From September 14, 1955 to June 1, 1956, Nagel hosted Hollywood Preview, a 30-minute show on the DuMont Television Network which featured Hollywood stars with clips of upcoming films.
    More Details Hide Details
    Templeton later hosted his own TV show It's Alec Templeton Time on the DuMont Television Network from June 1955 to August 1955.
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  • FORTIES
  • 1947
    Age 49
    He was the host on Silver Theatre, a summer replacement program that began June 8, 1947.
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  • 1939
    Age 41
    Nagel was the announcer for Alec Templeton Time, a musical variety program on NBC Radio in the summer of 1939.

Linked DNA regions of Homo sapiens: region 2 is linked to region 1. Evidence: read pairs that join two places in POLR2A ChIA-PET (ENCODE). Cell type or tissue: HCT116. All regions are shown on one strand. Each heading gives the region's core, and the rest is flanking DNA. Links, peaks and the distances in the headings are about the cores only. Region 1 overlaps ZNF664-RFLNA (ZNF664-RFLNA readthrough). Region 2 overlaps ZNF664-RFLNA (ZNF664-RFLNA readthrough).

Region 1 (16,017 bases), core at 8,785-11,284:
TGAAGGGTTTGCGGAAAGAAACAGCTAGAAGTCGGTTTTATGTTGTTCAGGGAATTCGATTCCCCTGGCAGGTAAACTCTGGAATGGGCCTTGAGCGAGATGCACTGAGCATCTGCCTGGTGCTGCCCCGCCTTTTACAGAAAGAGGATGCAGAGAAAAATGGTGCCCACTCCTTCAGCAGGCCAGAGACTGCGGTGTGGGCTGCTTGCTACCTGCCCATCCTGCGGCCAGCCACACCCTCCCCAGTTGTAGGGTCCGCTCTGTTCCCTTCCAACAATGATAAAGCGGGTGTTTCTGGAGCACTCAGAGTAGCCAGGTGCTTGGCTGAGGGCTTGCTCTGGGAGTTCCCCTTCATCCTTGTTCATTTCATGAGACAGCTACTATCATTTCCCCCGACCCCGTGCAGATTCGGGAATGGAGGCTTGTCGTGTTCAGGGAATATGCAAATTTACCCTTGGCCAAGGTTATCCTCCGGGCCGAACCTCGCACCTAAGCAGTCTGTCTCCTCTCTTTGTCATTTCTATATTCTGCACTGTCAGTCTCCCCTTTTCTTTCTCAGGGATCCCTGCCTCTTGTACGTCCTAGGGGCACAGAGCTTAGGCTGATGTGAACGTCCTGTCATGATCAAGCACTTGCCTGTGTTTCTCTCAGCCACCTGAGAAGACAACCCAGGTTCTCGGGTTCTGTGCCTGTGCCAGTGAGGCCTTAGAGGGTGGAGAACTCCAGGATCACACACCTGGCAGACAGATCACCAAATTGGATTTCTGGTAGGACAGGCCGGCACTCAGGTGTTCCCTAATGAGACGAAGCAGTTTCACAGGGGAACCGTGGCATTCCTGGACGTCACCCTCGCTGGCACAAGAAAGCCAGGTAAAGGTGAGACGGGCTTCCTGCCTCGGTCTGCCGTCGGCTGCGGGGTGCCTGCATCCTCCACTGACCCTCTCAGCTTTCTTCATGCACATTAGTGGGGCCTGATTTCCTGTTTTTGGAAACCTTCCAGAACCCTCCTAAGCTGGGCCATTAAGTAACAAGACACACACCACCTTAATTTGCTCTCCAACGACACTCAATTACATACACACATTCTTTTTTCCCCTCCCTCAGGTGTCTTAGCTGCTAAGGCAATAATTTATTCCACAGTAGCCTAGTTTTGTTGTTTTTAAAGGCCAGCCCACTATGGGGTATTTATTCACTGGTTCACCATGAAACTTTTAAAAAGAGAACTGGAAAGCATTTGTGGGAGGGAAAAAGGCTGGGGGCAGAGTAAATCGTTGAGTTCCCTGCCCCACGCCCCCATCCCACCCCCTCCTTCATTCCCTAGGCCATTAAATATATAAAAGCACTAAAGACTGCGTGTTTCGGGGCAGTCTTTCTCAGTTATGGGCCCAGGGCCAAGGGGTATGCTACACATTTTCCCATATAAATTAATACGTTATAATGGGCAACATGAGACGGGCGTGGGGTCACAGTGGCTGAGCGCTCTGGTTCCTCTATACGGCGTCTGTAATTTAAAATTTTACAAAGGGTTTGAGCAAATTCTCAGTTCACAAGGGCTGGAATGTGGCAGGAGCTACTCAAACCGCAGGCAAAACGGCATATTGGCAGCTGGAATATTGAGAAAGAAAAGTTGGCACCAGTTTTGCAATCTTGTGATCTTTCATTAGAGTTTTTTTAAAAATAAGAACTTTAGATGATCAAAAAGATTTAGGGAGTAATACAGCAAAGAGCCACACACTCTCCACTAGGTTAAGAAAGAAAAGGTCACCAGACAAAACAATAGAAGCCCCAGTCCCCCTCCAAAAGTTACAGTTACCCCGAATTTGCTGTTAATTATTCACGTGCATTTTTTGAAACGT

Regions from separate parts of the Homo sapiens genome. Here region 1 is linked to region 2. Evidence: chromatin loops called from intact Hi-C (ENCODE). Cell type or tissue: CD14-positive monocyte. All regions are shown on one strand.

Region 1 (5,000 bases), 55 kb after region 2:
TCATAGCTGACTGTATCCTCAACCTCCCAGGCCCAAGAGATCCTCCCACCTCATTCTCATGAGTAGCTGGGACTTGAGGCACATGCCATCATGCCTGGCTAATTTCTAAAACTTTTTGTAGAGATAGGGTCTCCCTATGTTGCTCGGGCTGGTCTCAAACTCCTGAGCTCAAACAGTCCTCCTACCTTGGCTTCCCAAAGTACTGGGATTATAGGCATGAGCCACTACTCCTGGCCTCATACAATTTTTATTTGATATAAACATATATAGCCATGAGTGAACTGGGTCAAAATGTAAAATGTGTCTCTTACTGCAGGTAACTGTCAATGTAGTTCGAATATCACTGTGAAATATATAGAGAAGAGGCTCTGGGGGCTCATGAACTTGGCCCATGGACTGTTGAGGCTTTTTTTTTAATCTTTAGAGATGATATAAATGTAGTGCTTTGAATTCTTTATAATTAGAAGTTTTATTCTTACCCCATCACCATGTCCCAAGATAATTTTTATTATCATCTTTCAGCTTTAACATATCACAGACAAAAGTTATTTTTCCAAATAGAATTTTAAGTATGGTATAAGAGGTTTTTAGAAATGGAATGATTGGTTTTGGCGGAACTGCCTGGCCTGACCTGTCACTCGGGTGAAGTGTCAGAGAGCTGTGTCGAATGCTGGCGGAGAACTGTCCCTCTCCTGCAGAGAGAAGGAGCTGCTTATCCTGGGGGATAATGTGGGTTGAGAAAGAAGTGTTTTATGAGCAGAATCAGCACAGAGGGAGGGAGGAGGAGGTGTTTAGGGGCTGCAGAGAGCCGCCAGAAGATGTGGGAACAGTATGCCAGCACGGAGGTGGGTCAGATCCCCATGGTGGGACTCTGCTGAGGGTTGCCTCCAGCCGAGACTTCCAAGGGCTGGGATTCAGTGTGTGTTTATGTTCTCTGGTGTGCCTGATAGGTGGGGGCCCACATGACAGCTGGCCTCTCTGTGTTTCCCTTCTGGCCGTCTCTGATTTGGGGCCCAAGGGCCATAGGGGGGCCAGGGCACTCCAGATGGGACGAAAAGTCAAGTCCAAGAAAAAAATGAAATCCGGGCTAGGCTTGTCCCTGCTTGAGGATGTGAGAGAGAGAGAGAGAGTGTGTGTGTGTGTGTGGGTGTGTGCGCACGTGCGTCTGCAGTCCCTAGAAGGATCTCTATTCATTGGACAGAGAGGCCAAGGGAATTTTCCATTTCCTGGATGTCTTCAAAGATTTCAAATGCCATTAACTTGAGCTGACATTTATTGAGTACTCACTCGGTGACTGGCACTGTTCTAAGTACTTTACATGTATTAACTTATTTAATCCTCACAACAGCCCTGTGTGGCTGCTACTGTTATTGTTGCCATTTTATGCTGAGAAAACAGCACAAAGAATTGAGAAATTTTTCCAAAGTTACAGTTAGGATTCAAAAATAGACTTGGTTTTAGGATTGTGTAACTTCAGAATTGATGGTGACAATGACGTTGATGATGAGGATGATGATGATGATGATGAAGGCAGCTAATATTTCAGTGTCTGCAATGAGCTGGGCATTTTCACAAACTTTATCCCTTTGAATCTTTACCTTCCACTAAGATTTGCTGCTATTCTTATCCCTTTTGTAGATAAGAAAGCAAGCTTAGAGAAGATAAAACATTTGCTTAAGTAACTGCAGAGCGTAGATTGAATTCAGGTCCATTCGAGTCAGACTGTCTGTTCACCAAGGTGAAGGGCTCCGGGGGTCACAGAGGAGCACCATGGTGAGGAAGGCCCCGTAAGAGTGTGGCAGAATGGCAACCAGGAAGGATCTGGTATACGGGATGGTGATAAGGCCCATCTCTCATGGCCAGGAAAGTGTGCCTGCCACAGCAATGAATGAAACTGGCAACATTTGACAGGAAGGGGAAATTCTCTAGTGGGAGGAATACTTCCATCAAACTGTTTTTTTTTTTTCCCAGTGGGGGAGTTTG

More Details Hide Details
  • THIRTIES
  • 1932
    Age 34
    The 21-year gap between his appearances in 1932 and 1953 is a record for an Oscar ceremonies host.
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    He served as president of the organization from 1932 to 1933.
    More Details Hide Details He was also a founding member of the Screen Actors Guild (SAG).
  • 1930
    Age 32
    Nagel was the host of the 3rd Academy Awards ceremony held on November 5, 1930, the 5th Academy Awards on November 18, 1932, and a co-host with Bob Hope at the 25th Academy Awards ceremony on March 19, 1953.
    More Details Hide Details
  • TWENTIES
  • 1927
    Age 29
    On May 11, 1927, Nagel was among 35 other film industry insiders to found the Academy of Motion Picture Arts and Sciences (AMPAS); a professional honorary organization dedicated to the advancement of the arts and sciences of motion pictures.
    More Details Hide Details Fellow actors involved in the founding included: Mary Pickford, Douglas Fairbanks, Richard Barthelmess, Jack Holt, Milton Sills, and Harold Lloyd.